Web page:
Behind the Stories

The Year in Review

By Bruce Reichert
December 31, 2014

 Fishfin Ridge in Bighorn Crags, Frank Church River of No Return Wilderness. Photo by Bruce Reichert.

Canyoneering in the Owyhee wilderness. Photo by Sauni Symonds Any time a TV show enters its third decade – and we’re into our 32nd season now – it's wise to count one's blessings, and to do it often.

2014 was a rough year for many in the world. But I think it was a strong year for Outdoor Idaho. Once again, we reached out in wildly different directions for our topics... from the joys of the Winter Carnival in McCall to fishing the waters of the Henry's Fork in eastern Idaho; from rappelling down cliffs in the Owyhee Canyonlands to a series of profiles of artists in small towns like Clark Fork and Challis. We even produced another in a series of shows on old timers, called “Still Kickin,” where the median age was 85.

Matt Weyen rappels down Poison Creek. Photo by Erik Ryan.Operating a statewide public TV station requires our Development team to constantly raise dollars, and Outdoor Idaho must certainly do its part in that quest, because God knows we spend the money (although I would argue we are incredible cheapskates for the most part). So our job has been to produce two hour-long Specials for the station, one to air in March and one to air in December. It's always nice if they pledge well; and of course we want them to be journalistically sound and in the tradition of the best of Outdoor Idaho.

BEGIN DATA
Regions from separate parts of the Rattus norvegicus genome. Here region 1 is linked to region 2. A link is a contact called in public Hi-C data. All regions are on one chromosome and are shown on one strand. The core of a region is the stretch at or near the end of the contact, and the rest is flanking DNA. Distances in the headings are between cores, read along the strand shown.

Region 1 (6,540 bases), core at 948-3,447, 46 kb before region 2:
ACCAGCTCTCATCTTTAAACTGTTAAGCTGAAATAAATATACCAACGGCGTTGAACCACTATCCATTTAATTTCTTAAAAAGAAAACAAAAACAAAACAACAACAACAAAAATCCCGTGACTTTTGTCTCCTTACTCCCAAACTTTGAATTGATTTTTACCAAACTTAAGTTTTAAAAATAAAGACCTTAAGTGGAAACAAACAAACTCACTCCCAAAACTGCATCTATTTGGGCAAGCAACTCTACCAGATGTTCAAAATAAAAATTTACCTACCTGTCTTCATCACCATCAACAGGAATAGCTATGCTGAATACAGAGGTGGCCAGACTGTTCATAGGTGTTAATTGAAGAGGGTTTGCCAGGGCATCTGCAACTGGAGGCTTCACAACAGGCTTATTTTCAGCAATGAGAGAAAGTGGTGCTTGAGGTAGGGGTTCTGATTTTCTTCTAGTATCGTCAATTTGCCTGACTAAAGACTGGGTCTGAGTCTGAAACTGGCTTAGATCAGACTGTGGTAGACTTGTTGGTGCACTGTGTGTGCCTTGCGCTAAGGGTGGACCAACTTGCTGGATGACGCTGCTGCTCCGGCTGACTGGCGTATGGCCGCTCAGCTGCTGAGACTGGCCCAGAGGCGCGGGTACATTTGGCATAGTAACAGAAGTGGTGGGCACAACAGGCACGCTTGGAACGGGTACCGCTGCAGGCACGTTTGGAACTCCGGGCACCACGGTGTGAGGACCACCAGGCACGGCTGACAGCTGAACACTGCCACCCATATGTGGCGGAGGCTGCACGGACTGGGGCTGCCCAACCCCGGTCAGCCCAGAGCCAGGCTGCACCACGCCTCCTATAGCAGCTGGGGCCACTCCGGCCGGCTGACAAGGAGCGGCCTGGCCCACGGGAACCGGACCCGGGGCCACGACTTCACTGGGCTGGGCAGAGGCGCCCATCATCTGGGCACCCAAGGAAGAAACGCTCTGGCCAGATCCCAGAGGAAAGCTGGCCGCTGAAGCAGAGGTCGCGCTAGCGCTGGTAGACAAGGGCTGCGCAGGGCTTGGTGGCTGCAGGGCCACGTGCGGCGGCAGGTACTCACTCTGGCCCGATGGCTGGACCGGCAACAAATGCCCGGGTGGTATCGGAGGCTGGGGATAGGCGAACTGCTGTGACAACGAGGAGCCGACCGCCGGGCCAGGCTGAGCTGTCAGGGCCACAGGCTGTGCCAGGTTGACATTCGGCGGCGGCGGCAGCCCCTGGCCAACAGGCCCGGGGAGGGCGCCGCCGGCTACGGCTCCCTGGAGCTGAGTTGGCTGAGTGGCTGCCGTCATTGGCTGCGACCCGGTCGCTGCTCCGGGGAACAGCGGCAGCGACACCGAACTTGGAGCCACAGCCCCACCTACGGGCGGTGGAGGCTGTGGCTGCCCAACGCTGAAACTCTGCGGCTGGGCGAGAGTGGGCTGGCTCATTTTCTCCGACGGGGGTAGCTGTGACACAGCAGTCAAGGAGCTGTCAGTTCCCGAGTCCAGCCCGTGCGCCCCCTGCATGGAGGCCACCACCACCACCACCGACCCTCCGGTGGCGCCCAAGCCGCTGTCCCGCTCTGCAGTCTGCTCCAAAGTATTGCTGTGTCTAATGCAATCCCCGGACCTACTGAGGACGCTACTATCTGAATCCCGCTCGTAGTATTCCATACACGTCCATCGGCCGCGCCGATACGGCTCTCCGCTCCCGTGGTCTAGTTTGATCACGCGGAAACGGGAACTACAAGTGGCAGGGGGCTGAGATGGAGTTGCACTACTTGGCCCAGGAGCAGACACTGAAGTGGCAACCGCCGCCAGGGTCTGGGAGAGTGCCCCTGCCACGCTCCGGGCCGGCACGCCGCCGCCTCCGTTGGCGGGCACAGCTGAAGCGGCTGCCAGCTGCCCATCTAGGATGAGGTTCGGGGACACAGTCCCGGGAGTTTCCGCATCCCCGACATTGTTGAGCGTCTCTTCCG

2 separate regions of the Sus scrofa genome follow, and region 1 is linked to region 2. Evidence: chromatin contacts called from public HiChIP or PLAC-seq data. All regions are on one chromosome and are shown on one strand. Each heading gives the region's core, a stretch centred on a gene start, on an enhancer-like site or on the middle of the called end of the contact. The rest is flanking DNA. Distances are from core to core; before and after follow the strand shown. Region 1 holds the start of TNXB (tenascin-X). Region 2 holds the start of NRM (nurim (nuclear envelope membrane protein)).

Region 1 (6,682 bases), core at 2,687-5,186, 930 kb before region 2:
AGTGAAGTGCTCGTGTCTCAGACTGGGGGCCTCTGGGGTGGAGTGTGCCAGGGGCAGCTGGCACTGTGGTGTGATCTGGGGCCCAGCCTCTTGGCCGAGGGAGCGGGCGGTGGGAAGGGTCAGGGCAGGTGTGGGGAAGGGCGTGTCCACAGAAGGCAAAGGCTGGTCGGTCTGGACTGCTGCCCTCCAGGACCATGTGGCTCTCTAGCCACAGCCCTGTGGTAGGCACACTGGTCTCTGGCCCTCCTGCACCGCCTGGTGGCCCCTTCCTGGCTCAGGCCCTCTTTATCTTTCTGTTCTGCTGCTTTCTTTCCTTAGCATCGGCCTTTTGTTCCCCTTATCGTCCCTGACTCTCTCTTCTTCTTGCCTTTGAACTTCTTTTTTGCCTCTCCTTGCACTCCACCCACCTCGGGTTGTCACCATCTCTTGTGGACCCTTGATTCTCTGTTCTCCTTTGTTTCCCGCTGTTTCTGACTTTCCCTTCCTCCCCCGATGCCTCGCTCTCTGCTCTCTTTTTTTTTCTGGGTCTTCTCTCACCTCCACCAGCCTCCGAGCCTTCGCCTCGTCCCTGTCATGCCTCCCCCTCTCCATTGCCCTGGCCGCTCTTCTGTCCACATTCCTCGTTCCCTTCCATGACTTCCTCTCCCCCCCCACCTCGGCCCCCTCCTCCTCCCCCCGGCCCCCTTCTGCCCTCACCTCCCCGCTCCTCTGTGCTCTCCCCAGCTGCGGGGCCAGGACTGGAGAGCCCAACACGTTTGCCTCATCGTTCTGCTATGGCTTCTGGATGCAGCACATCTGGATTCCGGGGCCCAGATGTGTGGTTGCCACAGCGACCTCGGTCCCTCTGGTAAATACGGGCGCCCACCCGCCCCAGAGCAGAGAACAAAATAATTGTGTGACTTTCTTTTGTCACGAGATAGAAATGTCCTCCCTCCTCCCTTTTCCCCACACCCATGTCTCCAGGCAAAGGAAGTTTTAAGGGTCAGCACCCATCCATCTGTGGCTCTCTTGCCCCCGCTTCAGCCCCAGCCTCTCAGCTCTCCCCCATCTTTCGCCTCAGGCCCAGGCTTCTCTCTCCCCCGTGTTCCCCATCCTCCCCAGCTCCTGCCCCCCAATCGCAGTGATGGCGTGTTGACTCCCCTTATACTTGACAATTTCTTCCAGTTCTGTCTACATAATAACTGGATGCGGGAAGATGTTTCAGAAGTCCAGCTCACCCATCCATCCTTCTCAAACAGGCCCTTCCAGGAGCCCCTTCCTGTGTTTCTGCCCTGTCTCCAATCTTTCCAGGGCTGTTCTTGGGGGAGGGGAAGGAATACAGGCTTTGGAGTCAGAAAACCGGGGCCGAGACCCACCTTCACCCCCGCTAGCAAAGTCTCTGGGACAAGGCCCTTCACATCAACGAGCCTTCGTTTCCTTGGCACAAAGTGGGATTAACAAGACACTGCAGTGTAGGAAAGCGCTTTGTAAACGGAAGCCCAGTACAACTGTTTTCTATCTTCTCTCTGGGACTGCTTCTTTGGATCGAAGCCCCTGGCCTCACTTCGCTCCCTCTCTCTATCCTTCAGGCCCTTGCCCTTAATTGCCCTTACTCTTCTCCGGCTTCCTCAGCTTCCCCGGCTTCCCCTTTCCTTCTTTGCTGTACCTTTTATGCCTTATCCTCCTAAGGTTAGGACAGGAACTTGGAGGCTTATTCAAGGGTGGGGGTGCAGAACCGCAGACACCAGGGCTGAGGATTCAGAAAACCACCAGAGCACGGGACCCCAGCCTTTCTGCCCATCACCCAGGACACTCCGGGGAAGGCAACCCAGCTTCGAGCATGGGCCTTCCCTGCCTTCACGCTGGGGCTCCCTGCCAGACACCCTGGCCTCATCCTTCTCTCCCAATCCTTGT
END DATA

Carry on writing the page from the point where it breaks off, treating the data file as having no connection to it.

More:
I think our two 2014 Specials – “Adventure Idaho” and “50 Years of Wilderness” – hit the mark.

In “Adventure Idaho” we traced the state's adventure trajectory, from Lewis & Clark to the present day. We featured profiles of adventurers living and dead; and we made some new friends along the way. Many of them belong to something called the Idaho Outdoors Yahoo group; if you're wanting to join up with folks who love exploring Idaho, be sure to check them out.

Mountain goats featured prominently in our Wilderness show. Photo by Bruce ReichertWhen I think of the efforts that went into creating our other Special, “50 Years of Wilderness,” I'm grateful for the support of many people, including my colleagues. For this program, we visited each of Idaho's wilderness areas. In some cases, that involved major journeys of 50+ miles.

Logistically, it was our most challenging show ever. For example, our segment on Idaho's largest wilderness, the Frank Church River of No Return, had Peter Morrill and Jeff Tucker heading into the Frank from the west, near Big Creek, while colleagues John Crancer, Jay Krajic, and I hiked into the Frank from the east, near Challis. We met up near iconic Ship Island Lake, where we conducted interviews, then hiked out together. For Peter and Jeff, it was a trek across the entire wilderness, a journey of more than 60 miles.